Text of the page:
# Publishing a Unity WebGL game from scratch in under 30 minutes

# Premise

Unity has made game development more straightforward than ever before. One can create a game prototype in mere hours and have it on their device with a single click. Still, publishing web builds can be a challenge if you aren't familiar with the available web hosting options. Fortunately, nowadays, there are many ways to host your games and even automate the build process.

This tutorial is a quick guide to setting up Unity (opens new window), GitHub Pages (opens new window) and GitHub Actions (opens new window). You'll create a new Unity project and deploy it to a web page accessible from any device.

Who this tutorial is for: You should have a very basic understanding of git and GitHub and basic Unity knowledge.

Before you start, you will need to install:

This tutorial uses Unity 2020.3.9f1, though it should work with any recent version.

In the end, you will have the following project structure:

├── .github
│   └── workflows
│       ├── activation.yml
│       └── deploy.yml
└── UnityWebGLDeploy
    ├── Assets
    ├── Packages
    ├── ProjectSettings
    ├── UserSettings
    └── .gitignore

You can use it as a reference for your progress over this tutorial. You can also download the full source code from Razenpok/unity-webgl-deploy (opens new window).

Screenshots in this tutorial are for reference only and might be outdated.

# Create and clone GitHub repository

First, we need to create a new git repository. Head over to github.com/new (opens new window) and create one.

Create git repository

Next, press the Set up in Desktop button to clone this fresh new repository.

Press "Set up in Desktop"

You should see a Clone a repository window in GitHub Desktop. Choose the preferred path for the repository and hit Clone.

Clone git repository

After you are done with cloning, note the default branch name: it should be either master or main. Take note of which one you have - you will need it later on.

Check default branch name

# Create Unity project

Open Unity Hub and create a new project. I'm using a 2D project template, but you can use any other.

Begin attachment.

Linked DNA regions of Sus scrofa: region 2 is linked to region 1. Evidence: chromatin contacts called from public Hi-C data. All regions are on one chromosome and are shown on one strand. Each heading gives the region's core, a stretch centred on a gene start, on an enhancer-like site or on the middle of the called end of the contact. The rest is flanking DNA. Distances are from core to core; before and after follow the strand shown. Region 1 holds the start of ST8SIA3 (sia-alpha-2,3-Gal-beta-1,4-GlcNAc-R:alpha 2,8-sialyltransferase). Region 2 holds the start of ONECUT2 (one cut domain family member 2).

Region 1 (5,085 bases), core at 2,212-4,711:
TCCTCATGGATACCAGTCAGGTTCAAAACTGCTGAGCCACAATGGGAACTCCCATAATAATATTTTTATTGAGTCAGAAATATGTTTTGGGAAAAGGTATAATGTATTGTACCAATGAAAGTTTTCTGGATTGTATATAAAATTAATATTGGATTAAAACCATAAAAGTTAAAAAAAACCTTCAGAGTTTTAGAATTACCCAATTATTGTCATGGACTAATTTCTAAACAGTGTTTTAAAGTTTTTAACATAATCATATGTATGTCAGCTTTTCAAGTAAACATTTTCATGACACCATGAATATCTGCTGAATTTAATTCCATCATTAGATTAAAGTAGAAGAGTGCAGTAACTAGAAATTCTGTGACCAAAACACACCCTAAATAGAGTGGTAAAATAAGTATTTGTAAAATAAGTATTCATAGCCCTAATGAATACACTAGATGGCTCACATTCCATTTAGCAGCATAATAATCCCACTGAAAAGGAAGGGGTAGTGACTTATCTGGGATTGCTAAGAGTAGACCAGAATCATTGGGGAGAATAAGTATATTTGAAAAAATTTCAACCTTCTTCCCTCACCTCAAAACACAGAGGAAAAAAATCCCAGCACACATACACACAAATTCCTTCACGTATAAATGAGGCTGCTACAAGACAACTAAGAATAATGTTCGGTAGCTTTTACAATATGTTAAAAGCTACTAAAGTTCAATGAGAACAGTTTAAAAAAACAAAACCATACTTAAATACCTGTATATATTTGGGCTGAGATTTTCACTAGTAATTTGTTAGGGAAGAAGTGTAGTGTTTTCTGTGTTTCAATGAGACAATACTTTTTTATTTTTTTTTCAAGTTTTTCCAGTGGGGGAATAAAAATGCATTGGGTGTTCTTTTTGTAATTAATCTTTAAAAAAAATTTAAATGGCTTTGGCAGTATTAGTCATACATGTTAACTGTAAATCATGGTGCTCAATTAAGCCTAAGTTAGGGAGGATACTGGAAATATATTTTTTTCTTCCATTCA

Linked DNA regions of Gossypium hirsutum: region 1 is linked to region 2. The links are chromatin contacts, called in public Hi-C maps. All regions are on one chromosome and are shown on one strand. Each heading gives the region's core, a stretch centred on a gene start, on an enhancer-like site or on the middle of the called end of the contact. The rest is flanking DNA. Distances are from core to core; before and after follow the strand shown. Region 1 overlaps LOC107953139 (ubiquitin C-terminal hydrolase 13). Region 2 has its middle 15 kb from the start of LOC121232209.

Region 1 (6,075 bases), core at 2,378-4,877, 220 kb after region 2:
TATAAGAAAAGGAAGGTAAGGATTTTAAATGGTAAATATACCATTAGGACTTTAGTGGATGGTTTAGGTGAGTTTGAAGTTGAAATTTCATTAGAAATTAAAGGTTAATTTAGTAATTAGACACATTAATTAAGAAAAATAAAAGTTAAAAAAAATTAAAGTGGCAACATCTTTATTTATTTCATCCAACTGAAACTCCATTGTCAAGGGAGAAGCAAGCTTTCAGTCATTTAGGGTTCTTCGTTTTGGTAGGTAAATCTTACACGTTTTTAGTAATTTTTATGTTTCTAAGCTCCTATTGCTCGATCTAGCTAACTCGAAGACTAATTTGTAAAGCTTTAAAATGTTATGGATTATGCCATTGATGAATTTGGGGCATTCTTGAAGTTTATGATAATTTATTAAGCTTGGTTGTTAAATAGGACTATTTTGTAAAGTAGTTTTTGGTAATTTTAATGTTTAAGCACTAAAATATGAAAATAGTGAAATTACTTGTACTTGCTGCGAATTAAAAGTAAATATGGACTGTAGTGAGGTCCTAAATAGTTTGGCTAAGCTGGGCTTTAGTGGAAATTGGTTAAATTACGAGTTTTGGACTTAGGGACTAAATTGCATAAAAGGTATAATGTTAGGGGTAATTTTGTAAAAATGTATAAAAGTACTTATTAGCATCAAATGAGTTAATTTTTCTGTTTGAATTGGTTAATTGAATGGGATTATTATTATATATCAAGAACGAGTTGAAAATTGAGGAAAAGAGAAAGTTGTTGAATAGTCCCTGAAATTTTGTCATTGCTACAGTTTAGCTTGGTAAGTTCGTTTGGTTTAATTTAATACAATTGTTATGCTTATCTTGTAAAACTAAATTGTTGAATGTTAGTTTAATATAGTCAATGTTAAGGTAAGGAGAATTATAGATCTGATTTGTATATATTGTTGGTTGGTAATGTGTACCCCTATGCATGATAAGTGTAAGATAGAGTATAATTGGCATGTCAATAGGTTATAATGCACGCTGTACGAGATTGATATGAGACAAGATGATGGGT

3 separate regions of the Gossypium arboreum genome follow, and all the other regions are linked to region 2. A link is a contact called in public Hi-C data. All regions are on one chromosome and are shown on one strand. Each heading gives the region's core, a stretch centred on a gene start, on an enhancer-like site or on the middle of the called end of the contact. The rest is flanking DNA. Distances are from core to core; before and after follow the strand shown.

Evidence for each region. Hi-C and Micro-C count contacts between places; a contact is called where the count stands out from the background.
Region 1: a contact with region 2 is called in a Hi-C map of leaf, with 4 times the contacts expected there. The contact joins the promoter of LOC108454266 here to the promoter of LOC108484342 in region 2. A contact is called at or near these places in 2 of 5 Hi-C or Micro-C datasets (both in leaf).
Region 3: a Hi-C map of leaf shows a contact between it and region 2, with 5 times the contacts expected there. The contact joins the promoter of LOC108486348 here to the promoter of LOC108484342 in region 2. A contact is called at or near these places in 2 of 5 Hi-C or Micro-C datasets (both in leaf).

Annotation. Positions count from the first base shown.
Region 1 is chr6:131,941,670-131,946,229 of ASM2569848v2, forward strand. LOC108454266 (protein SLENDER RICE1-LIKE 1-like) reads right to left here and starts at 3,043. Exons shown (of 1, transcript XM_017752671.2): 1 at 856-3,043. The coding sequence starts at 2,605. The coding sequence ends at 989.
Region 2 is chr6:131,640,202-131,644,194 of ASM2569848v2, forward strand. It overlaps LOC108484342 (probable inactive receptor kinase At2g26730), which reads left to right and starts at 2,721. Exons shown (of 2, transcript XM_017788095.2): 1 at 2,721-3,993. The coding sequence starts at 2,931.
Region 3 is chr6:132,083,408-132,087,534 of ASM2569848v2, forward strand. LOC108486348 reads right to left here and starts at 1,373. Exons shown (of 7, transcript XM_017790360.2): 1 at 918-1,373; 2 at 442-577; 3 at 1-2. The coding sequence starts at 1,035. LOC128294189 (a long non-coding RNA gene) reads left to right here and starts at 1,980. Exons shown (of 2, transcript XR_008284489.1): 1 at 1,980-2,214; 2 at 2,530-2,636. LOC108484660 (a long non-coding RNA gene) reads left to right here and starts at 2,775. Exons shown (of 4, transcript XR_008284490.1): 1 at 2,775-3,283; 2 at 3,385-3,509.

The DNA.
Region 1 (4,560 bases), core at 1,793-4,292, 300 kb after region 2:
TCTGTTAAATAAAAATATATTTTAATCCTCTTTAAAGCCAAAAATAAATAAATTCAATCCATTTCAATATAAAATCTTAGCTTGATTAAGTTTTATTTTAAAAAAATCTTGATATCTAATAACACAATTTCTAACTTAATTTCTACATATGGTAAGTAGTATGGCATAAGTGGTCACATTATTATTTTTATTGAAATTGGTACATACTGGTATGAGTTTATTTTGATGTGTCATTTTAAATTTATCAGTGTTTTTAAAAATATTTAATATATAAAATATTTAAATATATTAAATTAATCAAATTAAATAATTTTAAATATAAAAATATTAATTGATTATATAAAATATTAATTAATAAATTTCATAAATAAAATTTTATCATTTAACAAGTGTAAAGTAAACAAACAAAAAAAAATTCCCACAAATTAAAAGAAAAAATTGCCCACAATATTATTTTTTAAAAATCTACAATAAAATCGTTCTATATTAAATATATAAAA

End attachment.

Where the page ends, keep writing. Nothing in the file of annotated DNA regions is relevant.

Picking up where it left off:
Create Unity project

Next, open Edit -> Project Settings, select WebGL platform, open Publishing Settings block and change Compression Format to Disabled. Any other format will produce errors when published on GitHub Pages (see the Troubleshooting section). Don't forget to press File -> Save Project; using the default shortcut Ctrl+S won't save your changes!

Set Compression Format

Then, create a .gitignore file in the project folder (for me, it's UnityWebGLDeploy/.gitignore):



# Autogenerated VS/MD solution and project files

# Exclude rider idea data

# Unity3D generated meta files

# Unity3D Generated File On Crash Reports

# Create Unity Activation GitHub Action

To explain the need for the next step, you need to acknowledge the following:

  • Each Unity installation requires a valid license to run
  • Licenses are bound to machines, so you need to activate a new license on each new machine
  • GitHub Actions create a new virtual machine for each repository and maintain the same machine ID for all Action runs inside a repository

So, we need to acquire a Unity license just one time for our repository to execute builds however many times we want. To do that, we will use GitHub Actions provided by GameCI (opens new window). If you have any troubles up to the point of downloading the unity license file (.ulf), follow their documentation (opens new window).

Our first step will be creating a new workflow file .github/workflows/activation.yml.

name: Acquire activation file
  workflow_dispatch: {}
    name: Request manual activation file
    runs-on: ubuntu-latest
      - name: Request manual activation file
        id: getManualLicenseFile
        uses: game-ci/unity-request-activation-[email protected]
          unityVersion: 2020.3.9f1
      - name: Expose as artifact
        uses: actions/upload-[email protected]
          name: ${{ steps.getManualLicenseFile.outputs.filePath }}
          path: ${{ steps.getManualLicenseFile.outputs.filePath }}

Replace unityVersion with the one you are using for your project.

This workflow generates a new license activation file (.alf) which we will use to request a new license for our repository.

# Commit and push changes

Now, go back to GitHub Desktop, check in those ~30 files, and press the Commit button.

Commit files

On the following popup, don't choose any branch - go straight to Publish branch.

Publish branch

# Activate Unity license for your repository

Open the Actions tab in your repository page, select Acquire activation file workflow, and press Run workflow.

Run workflow

Wait until it's finished and download the .alf file. It is downloaded as a .zip file, though - you need will need to unzip it and use the actual .alf file from the inside in the next step.

Download .alf file

Visit license.unity3d.com (opens new window) and upload it.

Upload .alf file

If you are not sure which license option to pick, go for Personal Edition.

Select license option

Next, hit the download button - it will download the unity license file (.ulf)

Download .ulf file

# Add the Unity license file to repository secrets

Go to the Secrets page of your repository Settings.